Mochitsuki in your neighborhood?


Mochitsuki photo by Ivva

Mochitsuki (餅つき)is a New Year's ritual in Japan, where people get together to pound some steamed 'sweet' or sticky rice into gooey, sticky mochi in a big wooden barrel. Nowadays most mochi is made mechanically, but this energetic manual pounding is still practiced all over Japan. (My aunt and uncle still do it, even though they are both in their 70s.) If you've never had a chance to see a Mochitsuki in action, it can be really fun, with just a small thrill of danger (the mochi turner's hands could get crushed by the heavy hammer!)

This is the week to start looking for mochitsuki events where you are, even if you don't live in Japan. For example, in London, Japan Centre will hold their annual Mochi Pounding event in-store on January 2nd from 12 midday at 212-213 Piccadilly. In San Francisco, there will be a big Mochitsuki festival complete with taiko (big drums) at the Asian Art Museum on January 3rd.

I haven't been able to find a lot of info about mochitsuki events online that are current (I've found a lot of reports about past years' events) so look in your local papers, Japanese societies, and so on to see what's going on. (If you find out anything, please let us know in the comments!)

Filed under:  food travel japanese uk new year holidays

If you enjoyed this article, please consider becoming my patron via Patreon. ^_^

Become a Patron!


I am going to try to make the one in San Fransisco, my kids adore Mochi! It looks like a lot of work to make it traditionally, but fun! I've made the microwave kind with sweet rice flour, it would be cool to see it done this way. Not that I'm gonna try it at home! lol! Thanks again!

The Asian Art Museum is walking distance from my house.

However, I get my mochi New Years Eve and broil it with kinako and shoyu. Benkyodo has been making mochi for 100 years and I always order it ahead of time.

Watching my parents pound mochi in a wooden barrel on a new year's eve is one of the most pleasant memories of my childhood. This was also the time we bonded as a family.
Wishing you all a Happy New Year!

Nooo, I'm going to London (and the Japan Centre, naturally) this Sunday. So I will miss the mochi pounding. :(

There's a game on Cooking Mama where you have to pound mochi without hitting the hand, it's so fun. :D

I want to make my own mochi one day but it seems too difficult.

P.S Good luck for the New Year, Maki! Keep up the good work xx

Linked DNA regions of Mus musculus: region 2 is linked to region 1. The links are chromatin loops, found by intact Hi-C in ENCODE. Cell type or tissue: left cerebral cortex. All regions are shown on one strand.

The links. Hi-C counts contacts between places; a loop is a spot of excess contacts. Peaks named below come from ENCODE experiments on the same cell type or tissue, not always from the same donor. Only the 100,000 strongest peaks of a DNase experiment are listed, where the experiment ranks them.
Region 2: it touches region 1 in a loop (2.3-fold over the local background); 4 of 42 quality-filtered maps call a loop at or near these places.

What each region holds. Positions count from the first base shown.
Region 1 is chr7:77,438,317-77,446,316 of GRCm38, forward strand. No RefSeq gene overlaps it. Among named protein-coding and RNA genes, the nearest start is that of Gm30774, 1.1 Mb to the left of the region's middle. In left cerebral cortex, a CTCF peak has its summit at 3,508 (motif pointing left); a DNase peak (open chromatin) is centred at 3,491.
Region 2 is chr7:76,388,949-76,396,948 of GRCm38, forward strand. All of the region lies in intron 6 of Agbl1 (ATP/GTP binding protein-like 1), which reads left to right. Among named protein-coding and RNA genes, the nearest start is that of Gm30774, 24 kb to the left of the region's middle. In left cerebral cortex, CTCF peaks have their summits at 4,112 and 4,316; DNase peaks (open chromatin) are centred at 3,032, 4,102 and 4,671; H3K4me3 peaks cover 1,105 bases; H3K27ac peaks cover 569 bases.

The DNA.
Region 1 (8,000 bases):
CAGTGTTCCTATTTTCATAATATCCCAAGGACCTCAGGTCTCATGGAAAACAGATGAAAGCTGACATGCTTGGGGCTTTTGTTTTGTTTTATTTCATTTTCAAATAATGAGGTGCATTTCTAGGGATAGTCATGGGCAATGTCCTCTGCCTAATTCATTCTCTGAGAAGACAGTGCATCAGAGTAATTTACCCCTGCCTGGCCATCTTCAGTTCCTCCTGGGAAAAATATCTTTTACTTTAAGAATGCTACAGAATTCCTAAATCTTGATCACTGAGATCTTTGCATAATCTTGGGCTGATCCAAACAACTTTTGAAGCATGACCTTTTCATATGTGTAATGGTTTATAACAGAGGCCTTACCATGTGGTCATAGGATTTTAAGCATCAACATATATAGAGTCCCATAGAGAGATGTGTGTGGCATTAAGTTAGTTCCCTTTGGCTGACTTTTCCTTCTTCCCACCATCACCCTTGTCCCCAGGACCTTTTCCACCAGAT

yeah, i get my mochi at benkyodo too. i don't live far from it so i admit i go there just to pick up some yummy treats every so after my shopping trip from nijiya market.

might have to check out that event at the Asian Art this year since i missed it last year.

Well what do you know? There's a mochitsuki event in Portland on Jan 17. Tickets are $12.

I think I'll be making mochi-bacon tonight...

My grandfather and uncle used to tell me that my great grandmother was the mochi turner at the mochitsuki and that she would run in between hammer strikes to flip the mochi. My uncle said that he was scared to death that she'd get hit but to my knowledge, she never did. Incidentally, I was really happy (and pretty lucky) to have found fresh mochi which is a bit of a rarity here in AZ. Now I'm stocked for New Year's ozoni!

Every New Year our local Mitsuwa has mochi pounding, taiko, picking up oiled beans with hashi...

Back in 2004, when I was living abroad, a group of us gaijin went to the local Tanabata festival dressed in yukata and geta. I know that Tanabata is a midsummer festival, but they had mochitsuki there as well. We were students at JCMU, the Japan Center for Michigan Universities, and we attended the festival at Shiga Daigaku in Hikone, the same town we lived in.

I was asked to try my hand at mochitsuki, and I had the pleasure of pounding the mochi for about 5 minutes, and my arms were killing me! I got into the local paper because of that, actually. That was the beginning of my love of mochi, especially when rolled in kinako.

I remember we did this once back at home in Hawaii... I'm fourth generation Japanese-American so it's not done too often... My late grandmother, who was like 2-feet tall, was commenting about the lack of physical strength of the men as they wielded the mallets... "Back on the plantation, the men were more strong... nowadays... sigh..."


Ol' granny!

Thanks to your article I found out about one in my area (well an hours train ride away) and got to go! I even got a taster :D

Thanks for the article!

The crazy rat lady @

Did you know that mochitsuki is a metaphor for making love, at least according to some Japanese dictionaries (koujien).

Great Article!
More Japanese New Years Events including Mochitsuki events!